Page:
Fortier, Collard and Fleury: Salvation Army still isn’t listening to its Ottawa neighbours

As the elected officials of Vanier representing the federal, provincial and municipal levels, we were taken aback by this article from the Salvation Army. Having all been heavily involved in this file over the years, we are shocked to read a language that is not consistent with what has been presented to our community regarding the plan put forward by the Salvation Army.

At a stage where the Salvation Army’s proposed new centre is the subject of consultations with the community about its programming, this letter needs to be called for what it is. It is a lame attempt to mislead the public that Vanier is against helping our most vulnerable.  We welcome investments that will be focused on rapid-supportive housing and housing first approaches. We welcome supports for families and individuals. And we certainly welcome adapting our social services to better support individuals in the face of a pandemic. This is exactly why we have been so involved in providing recommendations to make this mega-shelter proposal more inclusive of the changing needs of our City and our community. To say the Salvation Army has taken these principles into consideration to date would be false. 

In addition, now that social services providers already established in Vanier are being consulted about the proposed programming, it has been pointed out that the Salvation Army is trying to duplicate services that already exist. Vanier residents and community partners know the local needs, understand their neighbourhood, and have been offering their recommendations. The Salvation Army might be considering bringing services for the entire City, but this should not come at the expense of the already respected and long-serving organizations. This is another example that the Salvation Army is going the wrong way by not working in collaboration with the existing services.

The Salvation Army defines its proposed project as critical for the neighbourhood. It is important to understand better what is proposed and what are considered essential services for the community in this day and age. Our community needs a minimal amount of shelter beds and a priority in providing permanent and supportive housing. Sadly, the plan put forward does not correspond to such models. Instead, the largest service offered at the proposed site are shelter beds, with only 32 of the 211 proposed bedrooms having residential leases for individuals.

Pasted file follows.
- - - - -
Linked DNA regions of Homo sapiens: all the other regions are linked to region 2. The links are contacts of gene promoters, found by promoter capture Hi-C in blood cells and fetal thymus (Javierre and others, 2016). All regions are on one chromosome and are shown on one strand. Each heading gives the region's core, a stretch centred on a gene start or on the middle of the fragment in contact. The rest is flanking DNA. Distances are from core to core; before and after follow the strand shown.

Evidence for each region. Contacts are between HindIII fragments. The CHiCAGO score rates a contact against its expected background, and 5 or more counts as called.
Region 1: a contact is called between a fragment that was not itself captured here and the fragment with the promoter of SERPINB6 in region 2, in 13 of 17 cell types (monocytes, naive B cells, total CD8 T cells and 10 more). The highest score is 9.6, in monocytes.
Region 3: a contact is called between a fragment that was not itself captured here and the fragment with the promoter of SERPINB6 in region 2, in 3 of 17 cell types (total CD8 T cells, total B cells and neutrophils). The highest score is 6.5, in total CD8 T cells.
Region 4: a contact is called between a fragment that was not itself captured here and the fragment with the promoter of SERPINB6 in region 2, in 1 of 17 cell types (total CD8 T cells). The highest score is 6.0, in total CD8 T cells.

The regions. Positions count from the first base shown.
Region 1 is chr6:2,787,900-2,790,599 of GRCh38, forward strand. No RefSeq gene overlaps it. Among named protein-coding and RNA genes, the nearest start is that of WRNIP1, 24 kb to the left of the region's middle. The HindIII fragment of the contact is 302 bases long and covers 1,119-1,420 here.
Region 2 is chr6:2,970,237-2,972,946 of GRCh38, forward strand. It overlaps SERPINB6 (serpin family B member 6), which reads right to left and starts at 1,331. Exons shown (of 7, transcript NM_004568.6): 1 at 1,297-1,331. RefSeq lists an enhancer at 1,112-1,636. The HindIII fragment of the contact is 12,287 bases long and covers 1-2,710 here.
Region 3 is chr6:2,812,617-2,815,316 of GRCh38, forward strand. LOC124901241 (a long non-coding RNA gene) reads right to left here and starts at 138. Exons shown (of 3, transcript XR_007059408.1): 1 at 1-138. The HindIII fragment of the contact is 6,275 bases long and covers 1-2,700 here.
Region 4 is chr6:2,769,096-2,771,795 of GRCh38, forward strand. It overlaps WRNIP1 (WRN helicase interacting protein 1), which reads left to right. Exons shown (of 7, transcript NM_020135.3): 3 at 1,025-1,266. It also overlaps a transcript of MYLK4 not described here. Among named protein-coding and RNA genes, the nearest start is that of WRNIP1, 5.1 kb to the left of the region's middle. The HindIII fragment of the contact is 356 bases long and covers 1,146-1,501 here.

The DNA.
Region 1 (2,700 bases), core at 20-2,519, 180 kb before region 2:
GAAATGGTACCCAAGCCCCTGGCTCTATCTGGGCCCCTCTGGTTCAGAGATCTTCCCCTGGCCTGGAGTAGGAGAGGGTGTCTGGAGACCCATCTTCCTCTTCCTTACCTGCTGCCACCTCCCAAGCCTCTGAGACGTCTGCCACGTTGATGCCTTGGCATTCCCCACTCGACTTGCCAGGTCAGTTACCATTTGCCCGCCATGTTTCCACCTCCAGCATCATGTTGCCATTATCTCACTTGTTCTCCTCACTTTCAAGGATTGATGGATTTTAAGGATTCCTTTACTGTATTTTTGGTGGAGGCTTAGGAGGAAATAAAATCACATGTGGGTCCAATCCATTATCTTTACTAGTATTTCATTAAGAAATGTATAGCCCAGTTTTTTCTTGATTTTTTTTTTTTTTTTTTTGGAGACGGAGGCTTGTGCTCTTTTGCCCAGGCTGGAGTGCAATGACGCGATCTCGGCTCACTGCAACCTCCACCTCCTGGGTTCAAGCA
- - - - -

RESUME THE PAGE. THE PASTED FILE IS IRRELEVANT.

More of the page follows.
COVID has put us in front of complex realities, which we all need to consider. The time to change is now. When relocating services, they must reflect the current and future needs of the community. Therefore, to be considered critical for the community, there needs to be a rethink with the current proposal that would focus on housing, permanent, stable housing needs, and more heavily on long-term support services with long-term objectives.

Indeed, the Salvation Army site on George Street is not accessible for women and families. However, the reason is not related to the concentration of shelters in the downtown area, as mentioned in the article. The reason is simply that the Salvation Army’s housing services do not welcome women and families. Currently, the proposed site on Montreal Road does not accept women or families in its shelter, limiting many housing-related support services. For this reason, the language used in this article is highly misleading. It’s been made clear that beyond the existing Community and Family Service Program, no new programs will be open to the broader community since its services are strictly for single men.

Repeatedly, the Salvation Army has let their future potential Vanier neighbours down. This must end. The vision put forward must be reflected in the proposal for 333 Montreal Road. We urge the Salvation Army to do what’s necessary to make their proposal a welcome addition to the community. 

That, too, should be put on the record.

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Mona Fortier, Member of Parliament, Ottawa—VanierLucille Collard, Member of Provincial Parliament, Ottawa—Vanier Mathieu Fleury, Councillor, Rideau-Vanier